Maxima Assembly Lube

Vital Rating:
Where To Buy
Free shipping on orders over $50 (continental U.S. only).
International shipping available. Some exclusions apply.
Free shipping on orders over $50 (continental U.S. only).
International shipping available. Some exclusions apply.
Free shipping on orders over $50 (continental U.S. only).
International shipping available. Some exclusions apply.
Tested: Maxima Assembly Lube
Vital Review

Review by Fred Robinson // Wrenching by Josh Job
Maxima have been hitting the Cycling market hard recently and both professional wrenches and home mechanics alike will attest, their products not only do what they say they'll do, but they do it well and smell great while doing so. Smell great? Yup, you read that right, every Maxima product is scented, and while that obviously doesn't play any part in how well the product performs, ask any wrench who's been cooped up in the back of a shop all day if something like how good or bad a product smells makes a difference to them, if they've experienced the pleasant perfumes of a Maxima product, we guarantee they'll say yes, it matters big time. Pretty clever on Maxima's part to do this, as it's way more likely for a mechanic to grab something that not only works well, but doesn't irritate their olfactory sense, than they are to grab the offensively odored stuff instead. So, when Maxima sent us their palate pleasing peppermint scented Assembly Lube, to say we were stoked to ditch the stinky stuff tucked away in our toolbox would be an understatement. Alright, it's clear this stuff smells good, but what exactly is it for and how well does it perform?

Before we dive into the review, we should first talk about this product's intended uses. Assembly Lube, that sounds pretty straightforward, right? That's what we thought too. Apply to metal on metal contact points, use on bolt threads to prevent galling and seizure, and put on things like your axles and what not, right? Well, yes, it can be used for all those things, but what we were actually pretty surprised to find out is that the Assembly Lube name is be a bit deceiving. When we spoke to Maxima, we found out this stuff was originally formulated for the assembly or racing engines - from MX to V8 engines found in Trophy Trucks, NASCAR cars and anything in between. As such, the lube was designed to mix with synthetic and petroleum based oils, meaning it can be used as an additive to the assembly // lubricating oil found in Mountain Bike suspension, in an effort to decrease friction and stiction. With that in mind, we tested the Assembly Lube in a number of places on our bikes, which we'll cover below.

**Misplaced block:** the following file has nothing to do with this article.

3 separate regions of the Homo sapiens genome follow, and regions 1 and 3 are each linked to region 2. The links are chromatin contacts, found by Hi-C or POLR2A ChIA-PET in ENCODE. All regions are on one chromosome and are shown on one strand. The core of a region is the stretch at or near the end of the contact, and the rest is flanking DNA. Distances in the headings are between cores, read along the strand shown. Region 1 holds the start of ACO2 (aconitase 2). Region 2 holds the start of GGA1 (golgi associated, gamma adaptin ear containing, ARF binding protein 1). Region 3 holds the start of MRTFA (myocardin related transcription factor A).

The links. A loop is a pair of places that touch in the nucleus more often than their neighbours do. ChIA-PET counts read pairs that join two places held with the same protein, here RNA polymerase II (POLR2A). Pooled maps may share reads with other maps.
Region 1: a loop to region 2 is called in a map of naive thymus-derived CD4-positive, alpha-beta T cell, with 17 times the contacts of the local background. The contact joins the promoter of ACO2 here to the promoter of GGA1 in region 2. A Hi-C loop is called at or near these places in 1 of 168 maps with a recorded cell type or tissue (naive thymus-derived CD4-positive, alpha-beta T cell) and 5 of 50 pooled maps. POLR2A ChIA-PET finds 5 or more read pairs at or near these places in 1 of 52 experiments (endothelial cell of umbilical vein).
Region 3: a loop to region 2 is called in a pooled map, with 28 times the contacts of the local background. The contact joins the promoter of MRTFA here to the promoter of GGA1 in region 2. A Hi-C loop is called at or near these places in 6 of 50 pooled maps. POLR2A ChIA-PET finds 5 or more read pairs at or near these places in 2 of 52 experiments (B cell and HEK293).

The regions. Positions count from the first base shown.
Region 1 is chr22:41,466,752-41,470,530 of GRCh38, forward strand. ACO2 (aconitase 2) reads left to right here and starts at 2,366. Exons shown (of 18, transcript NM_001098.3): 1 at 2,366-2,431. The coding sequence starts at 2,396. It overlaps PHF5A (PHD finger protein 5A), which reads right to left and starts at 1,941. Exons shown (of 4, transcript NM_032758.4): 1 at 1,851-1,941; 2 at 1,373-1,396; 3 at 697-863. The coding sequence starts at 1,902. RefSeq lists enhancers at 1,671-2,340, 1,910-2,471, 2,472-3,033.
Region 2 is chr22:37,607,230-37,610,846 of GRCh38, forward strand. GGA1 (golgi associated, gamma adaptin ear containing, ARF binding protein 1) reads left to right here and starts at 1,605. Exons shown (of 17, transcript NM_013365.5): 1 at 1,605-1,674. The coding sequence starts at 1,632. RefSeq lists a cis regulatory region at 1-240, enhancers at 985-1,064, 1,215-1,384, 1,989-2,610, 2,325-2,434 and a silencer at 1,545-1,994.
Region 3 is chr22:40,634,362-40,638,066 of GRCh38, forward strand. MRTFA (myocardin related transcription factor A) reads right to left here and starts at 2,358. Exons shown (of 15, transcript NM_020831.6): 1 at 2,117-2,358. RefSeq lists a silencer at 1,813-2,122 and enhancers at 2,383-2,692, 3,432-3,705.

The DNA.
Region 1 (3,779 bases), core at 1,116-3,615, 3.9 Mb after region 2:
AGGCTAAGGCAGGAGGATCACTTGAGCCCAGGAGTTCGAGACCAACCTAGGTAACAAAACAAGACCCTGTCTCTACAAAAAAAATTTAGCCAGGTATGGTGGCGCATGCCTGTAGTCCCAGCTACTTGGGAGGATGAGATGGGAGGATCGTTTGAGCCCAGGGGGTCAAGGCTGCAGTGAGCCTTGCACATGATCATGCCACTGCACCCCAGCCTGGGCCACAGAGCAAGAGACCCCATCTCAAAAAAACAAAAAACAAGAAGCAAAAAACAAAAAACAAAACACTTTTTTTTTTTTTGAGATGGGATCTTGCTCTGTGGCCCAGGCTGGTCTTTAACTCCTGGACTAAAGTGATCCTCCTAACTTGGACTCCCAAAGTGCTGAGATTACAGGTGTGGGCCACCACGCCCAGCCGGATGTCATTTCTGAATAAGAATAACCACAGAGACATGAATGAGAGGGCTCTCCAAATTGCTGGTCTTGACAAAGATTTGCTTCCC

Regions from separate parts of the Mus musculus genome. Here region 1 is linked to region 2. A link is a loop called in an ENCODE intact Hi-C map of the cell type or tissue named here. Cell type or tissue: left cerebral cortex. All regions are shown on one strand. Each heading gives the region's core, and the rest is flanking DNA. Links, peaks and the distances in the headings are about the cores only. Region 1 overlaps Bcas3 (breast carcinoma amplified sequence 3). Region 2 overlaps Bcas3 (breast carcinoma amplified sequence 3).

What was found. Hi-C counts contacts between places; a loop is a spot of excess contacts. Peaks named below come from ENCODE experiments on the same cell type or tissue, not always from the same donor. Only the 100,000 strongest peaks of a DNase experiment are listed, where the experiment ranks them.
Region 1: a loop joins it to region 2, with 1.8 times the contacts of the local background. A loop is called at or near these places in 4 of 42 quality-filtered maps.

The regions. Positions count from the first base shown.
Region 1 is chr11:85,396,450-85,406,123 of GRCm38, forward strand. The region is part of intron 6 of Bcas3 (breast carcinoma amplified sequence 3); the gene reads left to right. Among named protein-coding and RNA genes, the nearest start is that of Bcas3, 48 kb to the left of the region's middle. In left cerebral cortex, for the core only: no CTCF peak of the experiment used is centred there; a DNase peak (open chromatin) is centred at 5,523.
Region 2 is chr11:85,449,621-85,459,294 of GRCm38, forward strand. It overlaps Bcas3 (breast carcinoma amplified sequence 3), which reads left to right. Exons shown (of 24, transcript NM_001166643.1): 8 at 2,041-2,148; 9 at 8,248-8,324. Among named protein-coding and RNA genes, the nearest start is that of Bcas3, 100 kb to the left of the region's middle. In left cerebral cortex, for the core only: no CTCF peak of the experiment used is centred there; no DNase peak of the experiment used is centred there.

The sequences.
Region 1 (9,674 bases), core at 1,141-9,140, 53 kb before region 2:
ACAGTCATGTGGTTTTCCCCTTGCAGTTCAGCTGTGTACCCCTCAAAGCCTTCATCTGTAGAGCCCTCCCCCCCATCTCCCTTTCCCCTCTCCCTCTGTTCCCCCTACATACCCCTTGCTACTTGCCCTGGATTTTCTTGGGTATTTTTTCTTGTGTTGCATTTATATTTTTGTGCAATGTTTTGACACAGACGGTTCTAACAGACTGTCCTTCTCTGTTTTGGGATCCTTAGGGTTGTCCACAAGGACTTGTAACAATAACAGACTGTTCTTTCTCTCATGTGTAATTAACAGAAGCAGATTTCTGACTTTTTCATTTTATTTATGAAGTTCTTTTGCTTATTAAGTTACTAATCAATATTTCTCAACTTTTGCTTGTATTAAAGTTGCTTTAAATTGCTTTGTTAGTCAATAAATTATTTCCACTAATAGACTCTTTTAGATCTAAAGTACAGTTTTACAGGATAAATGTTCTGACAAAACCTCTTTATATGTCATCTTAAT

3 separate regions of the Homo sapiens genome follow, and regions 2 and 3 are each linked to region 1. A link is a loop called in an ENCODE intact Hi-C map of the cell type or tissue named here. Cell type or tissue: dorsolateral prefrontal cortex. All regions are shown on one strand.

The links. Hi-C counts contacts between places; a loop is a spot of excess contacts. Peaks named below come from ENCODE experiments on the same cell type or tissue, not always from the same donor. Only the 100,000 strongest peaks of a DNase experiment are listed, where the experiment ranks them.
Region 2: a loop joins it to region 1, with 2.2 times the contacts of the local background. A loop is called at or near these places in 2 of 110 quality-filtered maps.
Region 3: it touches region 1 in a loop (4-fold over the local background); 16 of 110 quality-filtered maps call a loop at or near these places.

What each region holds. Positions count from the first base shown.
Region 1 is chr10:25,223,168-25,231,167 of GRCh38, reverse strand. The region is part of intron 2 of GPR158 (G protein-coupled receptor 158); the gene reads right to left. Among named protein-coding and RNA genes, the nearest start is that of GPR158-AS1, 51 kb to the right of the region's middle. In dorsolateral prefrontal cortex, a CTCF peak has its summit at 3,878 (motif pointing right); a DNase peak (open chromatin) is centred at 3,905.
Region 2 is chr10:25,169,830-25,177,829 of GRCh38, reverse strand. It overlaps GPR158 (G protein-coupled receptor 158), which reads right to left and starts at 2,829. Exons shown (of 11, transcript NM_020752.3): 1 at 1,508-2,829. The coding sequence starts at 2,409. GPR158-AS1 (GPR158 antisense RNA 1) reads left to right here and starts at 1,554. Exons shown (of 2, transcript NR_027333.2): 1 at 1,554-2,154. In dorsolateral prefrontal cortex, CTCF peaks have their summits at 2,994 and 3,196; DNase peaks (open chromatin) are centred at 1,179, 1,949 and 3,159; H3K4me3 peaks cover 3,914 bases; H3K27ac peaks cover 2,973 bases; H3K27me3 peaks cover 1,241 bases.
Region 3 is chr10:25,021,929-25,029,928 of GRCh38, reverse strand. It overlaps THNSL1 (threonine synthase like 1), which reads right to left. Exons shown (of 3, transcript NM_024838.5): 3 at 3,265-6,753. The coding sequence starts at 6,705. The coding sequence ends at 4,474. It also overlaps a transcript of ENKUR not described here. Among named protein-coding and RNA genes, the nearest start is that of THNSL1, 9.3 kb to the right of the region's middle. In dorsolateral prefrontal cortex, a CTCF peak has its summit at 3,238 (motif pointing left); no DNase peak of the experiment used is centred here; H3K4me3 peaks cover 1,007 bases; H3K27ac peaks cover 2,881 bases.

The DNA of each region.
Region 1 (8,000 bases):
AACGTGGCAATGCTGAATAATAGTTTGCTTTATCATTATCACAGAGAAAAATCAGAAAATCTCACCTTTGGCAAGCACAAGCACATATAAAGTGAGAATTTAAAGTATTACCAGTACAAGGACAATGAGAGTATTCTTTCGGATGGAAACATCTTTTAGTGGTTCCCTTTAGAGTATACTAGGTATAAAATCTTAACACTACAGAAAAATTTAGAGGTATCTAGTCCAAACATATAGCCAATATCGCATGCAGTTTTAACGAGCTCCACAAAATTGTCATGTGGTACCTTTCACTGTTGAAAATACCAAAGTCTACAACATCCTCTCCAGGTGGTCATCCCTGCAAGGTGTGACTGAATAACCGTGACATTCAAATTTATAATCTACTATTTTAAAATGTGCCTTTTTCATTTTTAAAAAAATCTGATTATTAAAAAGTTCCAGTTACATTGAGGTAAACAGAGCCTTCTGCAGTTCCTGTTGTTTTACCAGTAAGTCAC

Maxima Assembly Lube Features

  • Film forming lubricant to protect moving components and wear surfaces
  • Mixes with petroleum and synthetic oils
  • Friction reducing and anti-wear formulation
  • 2X Zinc activates at both high and low temps
  • Non-foaming formula
  • 4 oz application bottle
  • Multiple uses and applications
  • Peppermint scented
  • MSRP - $9.95 (4oz bottle)

Initial Impressions

Candy you can't eat. As we've already covered, Maxima gives all their products a distinct and pleasant smell, with the Assembly Lube's scent (and color) is that of the chewy Hot Tamales cinnamon candy. Beyond the scent of the stuff, the lube itself is has a syrupy consistency somewhere between your typical bike grease and a wet chain lube, think FOX Float Fluid or RockShox RedRum, it's right around there. Since the Assembly Lube is slated for multiple uses, we tested it as such. We applied the stuff to our headset cups, inside the lowers of an ancient RockShox Pike that we slammed to 90mm to use on a DJ bike, inside the new RockShox LYRIK, in our hubs and on our axles, bolts and binders.

Using the 4 oz application bottle is as straightforward as you'd expect, especially when you're using the lube on axles and bolts, just drizzle the Assembly Lube on your desired part and spread evenly over whatever surface you're trying to cover. We used it on the entirety of the contact areas of our axles and with bolts we used it on the threads in order to prevent them from galling or seizing in the frame. For the headset, again, as you'd expect, we used the lube on all contact areas. It should be noted that the Assembly Lube is carbon safe, and is suitable for use in installing both press fit bottom brackets and headsets.